The thing is, I didn't always identify as "bi." For the first 20 or so years of my life, I considered myself straight. Of course, during those years I did little actual considering all around, given that I had a boyfriend for most of the time, and that I was raised in a conservative, Christian environment that did not address alternative lifestyles. I never really had any cause to review my feelings on the matter, nor did I spend much time exploring other options.
But when I started dating a woman, I suddenly found myself barraged with accusations and questions from friends and family, everyone demanding an answer or an explanation. They wanted to know if I was now gay, or if I'd been lying to them all those years. I became adept at answering in a way that assuaged any fear or confusion they might have been experiencing. My most common response was, "No, I'm not gay. I just fell in love with my best friend, who happened to be a girl." For the duration of our three-year relationship, that was my standard response. While it was an honest one, I know it was also an easy way to avoid a deeper discussion. In retrospect, I find it strange that very few people wondered whether I was bi.
Following our breakup, I started seeing a man, and the inquiries into whether or not I was "straight again" started flowing. But still no mention of bisexuality.
On the other hand, I never voluntarily claimed the label. In those few instances when a direct answer from me was demanded, sometimes I would answer, "Yes, I'm bi," but most of the time I would say, "I guess I would call myself mostly straight." I was wary of adopting a label and all its connotations, and furthermore, I wasn't even sure if I could qualify as bisexual. Did one girlfriend in a pool of boyfriends grant me admission? If I acquired more female make-out partners to lessen the gap between the stack of male make-out partners next to it, would that make me "more bi"? I knew I wasn't gay, but I also knew I wasn't straight, and so I found myself drifting along the spectrum, proudly spouting that I didn't need any labels, that I was me, and that I could love whom I wanted. While I still feel that all these things are true, I have also come to the conclusion that there is a little bit of power granted when identifying with a larger group of like-minded, like-hearted people. This came about after finally addressing what it means to be bi.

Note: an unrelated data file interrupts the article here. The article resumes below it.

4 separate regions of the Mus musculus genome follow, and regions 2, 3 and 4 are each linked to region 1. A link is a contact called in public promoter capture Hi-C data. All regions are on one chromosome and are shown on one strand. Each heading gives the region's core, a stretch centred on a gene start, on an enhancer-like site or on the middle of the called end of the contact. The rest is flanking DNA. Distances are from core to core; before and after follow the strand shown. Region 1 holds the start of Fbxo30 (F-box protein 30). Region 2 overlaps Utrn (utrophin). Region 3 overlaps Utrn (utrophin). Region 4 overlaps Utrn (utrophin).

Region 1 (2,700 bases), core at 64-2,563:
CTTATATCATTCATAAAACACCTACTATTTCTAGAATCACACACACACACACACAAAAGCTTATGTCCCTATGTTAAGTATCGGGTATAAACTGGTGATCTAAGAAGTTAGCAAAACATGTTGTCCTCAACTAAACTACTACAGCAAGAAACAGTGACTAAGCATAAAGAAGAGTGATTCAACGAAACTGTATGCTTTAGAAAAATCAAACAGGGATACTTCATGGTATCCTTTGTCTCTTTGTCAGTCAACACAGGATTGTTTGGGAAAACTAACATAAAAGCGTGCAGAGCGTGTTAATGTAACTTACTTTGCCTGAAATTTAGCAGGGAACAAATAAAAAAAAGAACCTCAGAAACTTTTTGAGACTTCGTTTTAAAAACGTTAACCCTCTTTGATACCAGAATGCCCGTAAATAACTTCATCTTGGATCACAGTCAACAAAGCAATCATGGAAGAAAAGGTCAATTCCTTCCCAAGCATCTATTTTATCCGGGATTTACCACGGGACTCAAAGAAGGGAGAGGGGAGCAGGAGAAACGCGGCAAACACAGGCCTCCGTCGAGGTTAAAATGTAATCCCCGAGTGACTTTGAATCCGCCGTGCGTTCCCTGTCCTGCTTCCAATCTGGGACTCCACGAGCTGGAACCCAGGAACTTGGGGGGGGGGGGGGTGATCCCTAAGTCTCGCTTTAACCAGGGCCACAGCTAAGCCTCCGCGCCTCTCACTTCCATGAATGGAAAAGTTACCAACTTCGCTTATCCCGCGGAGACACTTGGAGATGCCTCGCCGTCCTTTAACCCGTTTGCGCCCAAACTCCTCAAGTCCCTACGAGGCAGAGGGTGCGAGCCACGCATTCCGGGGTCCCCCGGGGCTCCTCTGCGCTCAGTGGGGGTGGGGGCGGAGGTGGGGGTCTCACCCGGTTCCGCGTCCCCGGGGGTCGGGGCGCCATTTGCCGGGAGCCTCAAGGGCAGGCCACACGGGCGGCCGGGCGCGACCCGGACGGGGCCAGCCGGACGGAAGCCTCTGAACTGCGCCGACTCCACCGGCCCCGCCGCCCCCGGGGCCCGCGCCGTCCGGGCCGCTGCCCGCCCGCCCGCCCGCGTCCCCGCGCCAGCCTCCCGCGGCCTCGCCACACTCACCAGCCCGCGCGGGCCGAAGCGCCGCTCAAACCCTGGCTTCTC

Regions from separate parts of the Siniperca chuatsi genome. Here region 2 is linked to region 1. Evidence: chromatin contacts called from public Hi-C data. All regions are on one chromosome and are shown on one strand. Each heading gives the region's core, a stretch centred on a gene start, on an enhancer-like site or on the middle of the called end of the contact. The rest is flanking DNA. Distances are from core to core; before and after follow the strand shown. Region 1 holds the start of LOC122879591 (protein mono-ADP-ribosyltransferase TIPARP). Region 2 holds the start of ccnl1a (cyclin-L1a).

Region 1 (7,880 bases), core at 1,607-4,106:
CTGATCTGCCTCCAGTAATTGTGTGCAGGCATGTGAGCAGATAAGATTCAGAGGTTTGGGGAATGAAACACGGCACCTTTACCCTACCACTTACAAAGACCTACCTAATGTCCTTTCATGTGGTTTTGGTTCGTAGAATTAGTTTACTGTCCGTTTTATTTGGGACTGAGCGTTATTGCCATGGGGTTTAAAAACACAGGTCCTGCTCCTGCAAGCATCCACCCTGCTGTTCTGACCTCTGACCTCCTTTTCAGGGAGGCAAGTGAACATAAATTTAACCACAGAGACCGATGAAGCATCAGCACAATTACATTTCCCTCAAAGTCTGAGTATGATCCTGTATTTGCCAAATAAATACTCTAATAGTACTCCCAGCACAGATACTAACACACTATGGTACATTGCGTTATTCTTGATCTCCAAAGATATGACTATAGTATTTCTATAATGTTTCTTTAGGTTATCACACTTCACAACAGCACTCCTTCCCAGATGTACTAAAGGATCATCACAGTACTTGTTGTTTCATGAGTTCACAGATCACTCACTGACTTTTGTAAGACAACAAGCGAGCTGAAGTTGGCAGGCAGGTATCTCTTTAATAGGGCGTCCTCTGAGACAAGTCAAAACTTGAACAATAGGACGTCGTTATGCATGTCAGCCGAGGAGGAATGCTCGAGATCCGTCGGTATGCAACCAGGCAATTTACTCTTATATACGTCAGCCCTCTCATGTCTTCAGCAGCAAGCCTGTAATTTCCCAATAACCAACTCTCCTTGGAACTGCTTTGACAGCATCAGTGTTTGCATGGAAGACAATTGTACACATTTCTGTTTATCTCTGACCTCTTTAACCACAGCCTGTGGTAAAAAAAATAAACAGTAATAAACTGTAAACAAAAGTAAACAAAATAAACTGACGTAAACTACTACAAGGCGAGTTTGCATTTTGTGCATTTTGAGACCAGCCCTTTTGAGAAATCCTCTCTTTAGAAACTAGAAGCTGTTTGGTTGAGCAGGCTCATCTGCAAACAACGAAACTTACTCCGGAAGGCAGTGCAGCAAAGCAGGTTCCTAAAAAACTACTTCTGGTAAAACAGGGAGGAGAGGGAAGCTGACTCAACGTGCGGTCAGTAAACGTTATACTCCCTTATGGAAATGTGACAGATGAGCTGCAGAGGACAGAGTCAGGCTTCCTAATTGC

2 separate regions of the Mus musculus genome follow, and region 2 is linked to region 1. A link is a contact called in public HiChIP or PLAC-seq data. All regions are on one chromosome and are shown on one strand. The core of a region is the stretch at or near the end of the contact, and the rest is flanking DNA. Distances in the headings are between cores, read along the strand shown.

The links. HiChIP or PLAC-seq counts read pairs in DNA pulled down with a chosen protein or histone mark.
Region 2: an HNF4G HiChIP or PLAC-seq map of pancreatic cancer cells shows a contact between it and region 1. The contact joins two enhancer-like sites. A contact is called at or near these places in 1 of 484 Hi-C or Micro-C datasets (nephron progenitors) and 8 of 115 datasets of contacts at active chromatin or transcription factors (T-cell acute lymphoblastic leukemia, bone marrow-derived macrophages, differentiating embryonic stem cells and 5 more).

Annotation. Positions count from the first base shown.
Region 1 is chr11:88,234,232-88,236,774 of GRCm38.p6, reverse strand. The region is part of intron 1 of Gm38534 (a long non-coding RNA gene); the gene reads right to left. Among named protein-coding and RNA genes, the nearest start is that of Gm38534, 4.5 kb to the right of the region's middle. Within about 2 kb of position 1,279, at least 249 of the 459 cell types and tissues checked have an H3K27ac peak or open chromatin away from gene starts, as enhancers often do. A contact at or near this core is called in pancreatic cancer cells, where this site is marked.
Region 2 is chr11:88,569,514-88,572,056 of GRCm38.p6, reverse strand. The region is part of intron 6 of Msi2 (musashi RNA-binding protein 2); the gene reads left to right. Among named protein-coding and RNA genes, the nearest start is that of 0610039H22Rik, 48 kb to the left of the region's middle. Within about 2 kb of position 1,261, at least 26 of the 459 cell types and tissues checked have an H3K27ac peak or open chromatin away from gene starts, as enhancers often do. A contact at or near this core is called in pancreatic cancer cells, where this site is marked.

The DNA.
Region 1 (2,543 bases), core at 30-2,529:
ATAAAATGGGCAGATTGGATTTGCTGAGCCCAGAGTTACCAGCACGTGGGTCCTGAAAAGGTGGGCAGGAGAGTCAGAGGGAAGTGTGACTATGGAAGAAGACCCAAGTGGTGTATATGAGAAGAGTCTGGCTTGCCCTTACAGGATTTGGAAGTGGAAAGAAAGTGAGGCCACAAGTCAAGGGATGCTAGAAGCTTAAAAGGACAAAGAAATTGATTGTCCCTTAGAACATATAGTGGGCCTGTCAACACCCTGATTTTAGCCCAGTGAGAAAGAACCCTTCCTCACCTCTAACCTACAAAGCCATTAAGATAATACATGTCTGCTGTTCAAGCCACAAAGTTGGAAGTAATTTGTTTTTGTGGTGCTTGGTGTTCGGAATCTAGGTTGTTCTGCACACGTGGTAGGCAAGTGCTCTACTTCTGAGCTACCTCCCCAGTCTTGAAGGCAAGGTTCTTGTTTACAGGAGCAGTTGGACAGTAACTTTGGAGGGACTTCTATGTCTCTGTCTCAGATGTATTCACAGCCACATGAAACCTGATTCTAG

Is it simply a matter of liking both sexes? And does "liking" mean sexual attraction, or emotional attraction, or both? Or more? I sent out an inquiry to my queer community and was surprised by the variety of responses. One thing most people agree on is that there is a scale, with gay on one end and straight on the other, and each person falls on a different part of the scale. According to some, "true" bisexuals are at the halfway mark, 50/50, smack dab in the middle. Others believe that falling anywhere other than at the two points on the end grants you the right to claim the bisexual label. And what about pansexuality? Some believe it to be interchangeable with bisexuality, while others say that it is less exclusive than bisexuality, truly open to everyone and not based on a two-gender binary. And if you end up in a monogamous relationship with someone of the same sex, does that mean you've graduated to gay status? If I end up marrying a man, does that give my friends the right to say, "I told you you were straight"?
It's no wonder I was hesitant to slap a bisexual sticker on my forehead and call it a day. I was young and intimidated and not sure if I was ready for any debates about sexuality or judgment from others. Today, on the other hand, I will answer with clarity and surety: yes, I am bisexual. I am attracted to both men and women, and I enjoy making out with both men and women (though not at the same time -- remember that bisexual does not automatically mean polyamorous). I do not know if I will end up marrying a man or a woman or frankly if I will ever get married, though a girl can hope! If one were to make a chart of all my relationships, I would not fall smack dab in the middle. However, I do not feel that this disqualifies me from identifying as bisexual. I imagine there will perpetually be some debate over the true definition of bisexuality, and maybe that can be positively spun as it increases awareness. Though it is not wrong to discard labels, at this time in my life, it feels good to be a part of a larger community that understands, empathizes, and provides support.